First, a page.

Interoperability and Tech: Death of the Small Practice

Janae Sharp
AUGUST 31, 2018
small practice tech,community physician interoperability,physician practice ehr,hca news

When patients have their healthcare data, they receive better care.

The simplest data exchange can look like this: After a trip to the emergency room, a patient sees a specialist. For the visit to be most useful, it’s important for the provider to have access to the results of any tests performed in the hospital. The first thing a specialist would likely do is order more tests — but often, due to incomplete data exchange, these tests end up duplicating procedures that have already occurred.

>> READ: Inadequate Health Records Are Failing Mothers and Providers

That is one way how the lack of data exchange drives up healthcare costs and creates unnecessary delays in care delivery. Interoperability — the state in which data can be transmitted electronically and understood by different users, from providers to patients — could help change that, but many obstacles stand in the way. (The 2018 comment period for interoperability is open, and physicians and health system leaders should share their experience with how technical burden affects their practice.)

Despite clear benefits for patients, patient data are not readily accessible to providers who didn’t order the original tests or those who are working outside a large health system.  Many challenges exist, and when added up, it certainly seems like small practices are most at risk.

Obstacles to Interoperability

A lack of consistent coding is the first obstacle of interoperability. Many criticize electronic health record (EHR) companies for holding on to data (EHR orgs have a reputation for blocking health data exchange), or vendors for decreasing security through data breaches. Sometimes, the problem even affects different departments within the same health system.

One difficulty in incentivizing interoperability is that healthcare data have become a commodity. In July, 23andMe entered into an agreement to share genetic data with GlaxoSmithKline for a $300 million stake. When health data are seen as a competitive advantage, interoperability efforts are discouraged.

Another financial disincentive for data sharing is fee-for-service reimbursement. If a health system or provider is paid based on each test they order, then they financially benefit from testing. Regulations wherein financial incentives don’t align increase the divide between the haves and have-nots in terms of healthcare market consolidation.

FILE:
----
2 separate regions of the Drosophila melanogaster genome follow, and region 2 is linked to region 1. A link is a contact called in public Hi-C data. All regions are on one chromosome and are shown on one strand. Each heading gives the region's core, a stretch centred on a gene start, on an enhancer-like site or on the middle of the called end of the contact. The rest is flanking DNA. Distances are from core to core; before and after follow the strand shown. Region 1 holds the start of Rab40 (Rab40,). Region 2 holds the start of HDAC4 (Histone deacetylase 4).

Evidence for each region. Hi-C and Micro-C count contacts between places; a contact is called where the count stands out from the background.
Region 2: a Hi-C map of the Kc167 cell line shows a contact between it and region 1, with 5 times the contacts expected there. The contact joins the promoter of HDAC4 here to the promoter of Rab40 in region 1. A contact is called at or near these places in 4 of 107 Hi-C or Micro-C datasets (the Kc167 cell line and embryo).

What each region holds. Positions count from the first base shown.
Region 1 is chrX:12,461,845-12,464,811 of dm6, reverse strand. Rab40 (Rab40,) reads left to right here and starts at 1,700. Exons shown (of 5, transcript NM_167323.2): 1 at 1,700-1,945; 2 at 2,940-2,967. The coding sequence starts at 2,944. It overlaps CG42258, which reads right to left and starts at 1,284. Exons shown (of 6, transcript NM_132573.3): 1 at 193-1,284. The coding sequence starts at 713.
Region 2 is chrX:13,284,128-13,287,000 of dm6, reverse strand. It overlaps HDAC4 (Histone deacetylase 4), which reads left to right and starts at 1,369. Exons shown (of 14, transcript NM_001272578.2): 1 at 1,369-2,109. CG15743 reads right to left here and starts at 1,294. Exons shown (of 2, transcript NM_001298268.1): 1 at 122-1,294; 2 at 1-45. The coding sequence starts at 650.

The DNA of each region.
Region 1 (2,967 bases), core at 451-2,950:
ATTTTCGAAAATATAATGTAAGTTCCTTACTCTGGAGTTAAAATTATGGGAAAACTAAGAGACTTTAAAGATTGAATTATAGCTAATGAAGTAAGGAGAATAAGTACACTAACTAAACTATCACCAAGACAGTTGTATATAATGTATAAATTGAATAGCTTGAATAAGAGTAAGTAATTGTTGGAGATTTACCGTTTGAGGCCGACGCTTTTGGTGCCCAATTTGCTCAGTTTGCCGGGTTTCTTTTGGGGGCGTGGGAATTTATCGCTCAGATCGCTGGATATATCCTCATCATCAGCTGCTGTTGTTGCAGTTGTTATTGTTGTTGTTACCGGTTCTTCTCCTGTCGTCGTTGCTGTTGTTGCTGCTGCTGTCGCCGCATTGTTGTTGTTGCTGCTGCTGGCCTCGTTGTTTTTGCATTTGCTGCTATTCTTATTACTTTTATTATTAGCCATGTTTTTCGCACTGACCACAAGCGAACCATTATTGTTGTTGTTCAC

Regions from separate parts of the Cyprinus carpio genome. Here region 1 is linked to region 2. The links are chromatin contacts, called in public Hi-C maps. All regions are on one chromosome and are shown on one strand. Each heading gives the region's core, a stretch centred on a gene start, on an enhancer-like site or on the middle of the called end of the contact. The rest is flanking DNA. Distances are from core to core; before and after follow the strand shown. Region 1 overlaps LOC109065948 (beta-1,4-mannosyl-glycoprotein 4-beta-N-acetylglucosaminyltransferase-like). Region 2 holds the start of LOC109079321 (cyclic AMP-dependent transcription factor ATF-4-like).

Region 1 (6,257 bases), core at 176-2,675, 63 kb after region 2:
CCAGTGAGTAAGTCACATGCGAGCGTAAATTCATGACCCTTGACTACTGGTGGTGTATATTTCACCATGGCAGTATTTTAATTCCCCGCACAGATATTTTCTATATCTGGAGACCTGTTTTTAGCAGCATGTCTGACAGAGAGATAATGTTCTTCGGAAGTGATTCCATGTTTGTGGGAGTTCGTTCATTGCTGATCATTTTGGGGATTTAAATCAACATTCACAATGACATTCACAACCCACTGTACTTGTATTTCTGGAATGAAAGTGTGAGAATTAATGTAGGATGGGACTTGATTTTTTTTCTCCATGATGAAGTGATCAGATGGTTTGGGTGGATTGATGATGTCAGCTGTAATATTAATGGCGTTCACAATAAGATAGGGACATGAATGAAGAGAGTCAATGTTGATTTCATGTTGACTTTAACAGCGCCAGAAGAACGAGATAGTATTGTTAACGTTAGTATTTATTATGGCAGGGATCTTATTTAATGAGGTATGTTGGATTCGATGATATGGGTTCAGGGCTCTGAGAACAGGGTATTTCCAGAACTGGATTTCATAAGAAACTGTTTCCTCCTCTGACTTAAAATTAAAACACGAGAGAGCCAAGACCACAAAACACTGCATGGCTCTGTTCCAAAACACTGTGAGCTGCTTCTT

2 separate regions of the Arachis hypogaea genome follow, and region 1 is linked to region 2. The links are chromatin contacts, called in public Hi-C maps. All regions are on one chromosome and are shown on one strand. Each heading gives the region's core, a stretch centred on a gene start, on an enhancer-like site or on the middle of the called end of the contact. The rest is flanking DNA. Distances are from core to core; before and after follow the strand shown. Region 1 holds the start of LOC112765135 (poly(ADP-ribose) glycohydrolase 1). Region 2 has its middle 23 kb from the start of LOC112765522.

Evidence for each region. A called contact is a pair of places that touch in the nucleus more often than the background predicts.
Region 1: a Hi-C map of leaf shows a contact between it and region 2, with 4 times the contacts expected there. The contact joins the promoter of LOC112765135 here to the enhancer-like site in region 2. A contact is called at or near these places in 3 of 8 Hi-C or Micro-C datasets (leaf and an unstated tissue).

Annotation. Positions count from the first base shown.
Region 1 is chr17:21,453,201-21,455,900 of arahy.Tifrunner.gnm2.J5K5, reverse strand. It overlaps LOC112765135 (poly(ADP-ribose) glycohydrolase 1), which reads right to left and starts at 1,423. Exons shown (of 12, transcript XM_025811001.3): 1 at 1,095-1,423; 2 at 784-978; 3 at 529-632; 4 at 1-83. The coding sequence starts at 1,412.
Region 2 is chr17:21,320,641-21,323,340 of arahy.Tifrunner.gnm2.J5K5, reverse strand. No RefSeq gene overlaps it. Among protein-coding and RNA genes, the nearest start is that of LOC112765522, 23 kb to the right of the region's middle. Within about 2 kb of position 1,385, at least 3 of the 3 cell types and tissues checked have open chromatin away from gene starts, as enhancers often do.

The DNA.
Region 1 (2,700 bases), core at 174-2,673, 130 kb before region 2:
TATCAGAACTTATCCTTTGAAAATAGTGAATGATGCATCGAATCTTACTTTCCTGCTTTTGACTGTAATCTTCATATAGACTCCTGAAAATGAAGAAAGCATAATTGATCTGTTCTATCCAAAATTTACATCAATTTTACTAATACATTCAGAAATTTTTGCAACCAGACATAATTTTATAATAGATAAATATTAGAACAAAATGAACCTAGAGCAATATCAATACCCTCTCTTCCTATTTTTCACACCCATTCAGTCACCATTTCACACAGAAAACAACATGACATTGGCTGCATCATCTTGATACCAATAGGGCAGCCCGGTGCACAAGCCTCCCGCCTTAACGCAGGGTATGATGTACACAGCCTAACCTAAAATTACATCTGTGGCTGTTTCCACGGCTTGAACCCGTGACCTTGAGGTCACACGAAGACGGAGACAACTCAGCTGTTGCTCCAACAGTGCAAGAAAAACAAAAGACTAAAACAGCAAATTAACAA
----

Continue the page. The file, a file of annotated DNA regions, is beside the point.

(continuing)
A challenge facing interoperability regulations is that many see them as the death of the small physician’s practice. Regulations encouraging better data exchange are also driving up costs for small practices. Healthcare systems with money to develop better technology are buying up smaller practices and hospital systems, and interoperability standards can increase this divide. According to a Deloitte report, only 50 percent of today’s healthcare systems will exist in 10 years. The rest will be purchased and integrated into these larger systems. The cost of compliance is onerous, and many smaller practices (with already-overburdened physicians and staff) simply do not have the the bandwidth to add technology and new workflows.

>> READ: Rage Against the Machines

I asked Corinne Proctor Boudreau, senior marketing solutions manager at MEDITECH, what an EHR company would say about technical complexity and how it impacted small practices. She pointed to the increase in regulations and the burnout physicians are facing.

“EHRs and interoperability are major contributors to the shift away from small private practices towards healthcare organization employment. Inefficiencies in workflow in both areas increase time spent and burnout rates for physicians, but there is the technical knowledge and staff needed to support EHRs,” Boudreau explained.

She cited other factors, as well: “Twenty to thirty years ago, the core competency of small practices was practicing medicine with little administrative overhead or requirements. Today, medicine and patient care are more complex. In addition, administrative requirements of payers have skyrocketed, not just the actual work, but also being knowledgeable about all of the different demands, undergoing audits and understanding all the analytics and staffing models as the industry moves from fee-for-service to value-based care.”

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